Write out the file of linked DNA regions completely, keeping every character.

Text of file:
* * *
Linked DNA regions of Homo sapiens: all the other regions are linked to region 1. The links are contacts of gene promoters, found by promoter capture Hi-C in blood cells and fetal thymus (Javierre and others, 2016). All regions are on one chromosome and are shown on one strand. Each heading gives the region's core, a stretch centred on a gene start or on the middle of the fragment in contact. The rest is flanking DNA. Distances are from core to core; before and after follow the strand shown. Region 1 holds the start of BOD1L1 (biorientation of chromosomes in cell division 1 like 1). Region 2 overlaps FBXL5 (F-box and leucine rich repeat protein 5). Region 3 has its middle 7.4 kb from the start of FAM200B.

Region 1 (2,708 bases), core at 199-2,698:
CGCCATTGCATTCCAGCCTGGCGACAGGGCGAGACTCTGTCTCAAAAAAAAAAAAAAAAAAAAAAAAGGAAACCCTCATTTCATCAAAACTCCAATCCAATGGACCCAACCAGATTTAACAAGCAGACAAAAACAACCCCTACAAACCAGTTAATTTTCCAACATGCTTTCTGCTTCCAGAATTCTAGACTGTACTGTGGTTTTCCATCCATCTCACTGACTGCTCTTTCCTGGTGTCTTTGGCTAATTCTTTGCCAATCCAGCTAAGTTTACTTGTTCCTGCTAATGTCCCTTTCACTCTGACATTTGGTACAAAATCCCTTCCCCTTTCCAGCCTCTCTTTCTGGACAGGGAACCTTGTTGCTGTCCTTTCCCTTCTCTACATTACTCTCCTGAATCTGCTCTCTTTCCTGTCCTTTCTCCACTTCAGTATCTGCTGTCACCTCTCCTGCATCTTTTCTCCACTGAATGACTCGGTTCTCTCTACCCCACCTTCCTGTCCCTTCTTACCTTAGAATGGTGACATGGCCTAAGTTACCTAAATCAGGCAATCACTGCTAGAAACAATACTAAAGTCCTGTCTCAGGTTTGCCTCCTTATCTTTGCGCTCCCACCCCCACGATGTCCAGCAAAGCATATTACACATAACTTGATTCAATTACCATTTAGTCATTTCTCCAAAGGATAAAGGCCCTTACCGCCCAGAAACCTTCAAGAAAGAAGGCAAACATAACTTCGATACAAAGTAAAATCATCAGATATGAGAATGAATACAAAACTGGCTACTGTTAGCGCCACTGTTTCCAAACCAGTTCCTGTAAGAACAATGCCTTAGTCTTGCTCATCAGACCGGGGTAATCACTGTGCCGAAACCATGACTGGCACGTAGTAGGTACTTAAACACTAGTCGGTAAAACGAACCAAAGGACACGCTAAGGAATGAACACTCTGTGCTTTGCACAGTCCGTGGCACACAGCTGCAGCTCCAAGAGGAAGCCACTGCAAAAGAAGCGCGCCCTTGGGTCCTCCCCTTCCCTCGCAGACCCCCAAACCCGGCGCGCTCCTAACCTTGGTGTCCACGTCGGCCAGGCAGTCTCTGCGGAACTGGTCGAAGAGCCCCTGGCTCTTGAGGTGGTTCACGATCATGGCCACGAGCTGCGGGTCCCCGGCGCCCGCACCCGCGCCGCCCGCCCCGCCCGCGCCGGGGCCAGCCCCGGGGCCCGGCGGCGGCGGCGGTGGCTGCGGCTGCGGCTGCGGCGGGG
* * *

Linked DNA regions of Homo sapiens: all the other regions are linked to region 1. The links are contacts of gene promoters, found by promoter capture Hi-C in blood cells and fetal thymus (Javierre and others, 2016). All regions are on one chromosome and are shown on one strand. Each heading gives the region's core, a stretch centred on a gene start or on the middle of the fragment in contact. The rest is flanking DNA. Distances are from core to core; before and after follow the strand shown. Region 1 holds the start of BOD1L1 (biorientation of chromosomes in cell division 1 like 1). Region 2 overlaps FBXL5 (F-box and leucine rich repeat protein 5). Region 3 has its middle 7.4 kb from the start of FAM200B.

Region 1 (2,708 bases), core at 199-2,698:
CGCCATTGCATTCCAGCCTGGCGACAGGGCGAGACTCTGTCTCAAAAAAAAAAAAAAAAAAAAAAAAGGAAACCCTCATTTCATCAAAACTCCAATCCAATGGACCCAACCAGATTTAACAAGCAGACAAAAACAACCCCTACAAACCAGTTAATTTTCCAACATGCTTTCTGCTTCCAGAATTCTAGACTGTACTGTGGTTTTCCATCCATCTCACTGACTGCTCTTTCCTGGTGTCTTTGGCTAATTCTTTGCCAATCCAGCTAAGTTTACTTGTTCCTGCTAATGTCCCTTTCACTCTGACATTTGGTACAAAATCCCTTCCCCTTTCCAGCCTCTCTTTCTGGACAGGGAACCTTGTTGCTGTCCTTTCCCTTCTCTACATTACTCTCCTGAATCTGCTCTCTTTCCTGTCCTTTCTCCACTTCAGTATCTGCTGTCACCTCTCCTGCATCTTTTCTCCACTGAATGACTCGGTTCTCTCTACCCCACCTTCCTGTCCCTTCTTACCTTAGAATGGTGACATGGCCTAAGTTACCTAAATCAGGCAATCACTGCTAGAAACAATACTAAAGTCCTGTCTCAGGTTTGCCTCCTTATCTTTGCGCTCCCACCCCCACGATGTCCAGCAAAGCATATTACACATAACTTGATTCAATTACCATTTAGTCATTTCTCCAAAGGATAAAGGCCCTTACCGCCCAGAAACCTTCAAGAAAGAAGGCAAACATAACTTCGATACAAAGTAAAATCATCAGATATGAGAATGAATACAAAACTGGCTACTGTTAGCGCCACTGTTTCCAAACCAGTTCCTGTAAGAACAATGCCTTAGTCTTGCTCATCAGACCGGGGTAATCACTGTGCCGAAACCATGACTGGCACGTAGTAGGTACTTAAACACTAGTCGGTAAAACGAACCAAAGGACACGCTAAGGAATGAACACTCTGTGCTTTGCACAGTCCGTGGCACACAGCTGCAGCTCCAAGAGGAAGCCACTGCAAAAGAAGCGCGCCCTTGGGTCCTCCCCTTCCCTCGCAGACCCCCAAACCCGGCGCGCTCCTAACCTTGGTGTCCACGTCGGCCAGGCAGTCTCTGCGGAACTGGTCGAAGAGCCCCTGGCTCTTGAGGTGGTTCACGATCATGGCCACGAGCTGCGGGTCCCCGGCGCCCGCACCCGCGCCGCCCGCCCCGCCCGCGCCGGGGCCAGCCCCGGGGCCCGGCGGCGGCGGCGGTGGCTGCGGCTGCGGCTGCGGCGGGG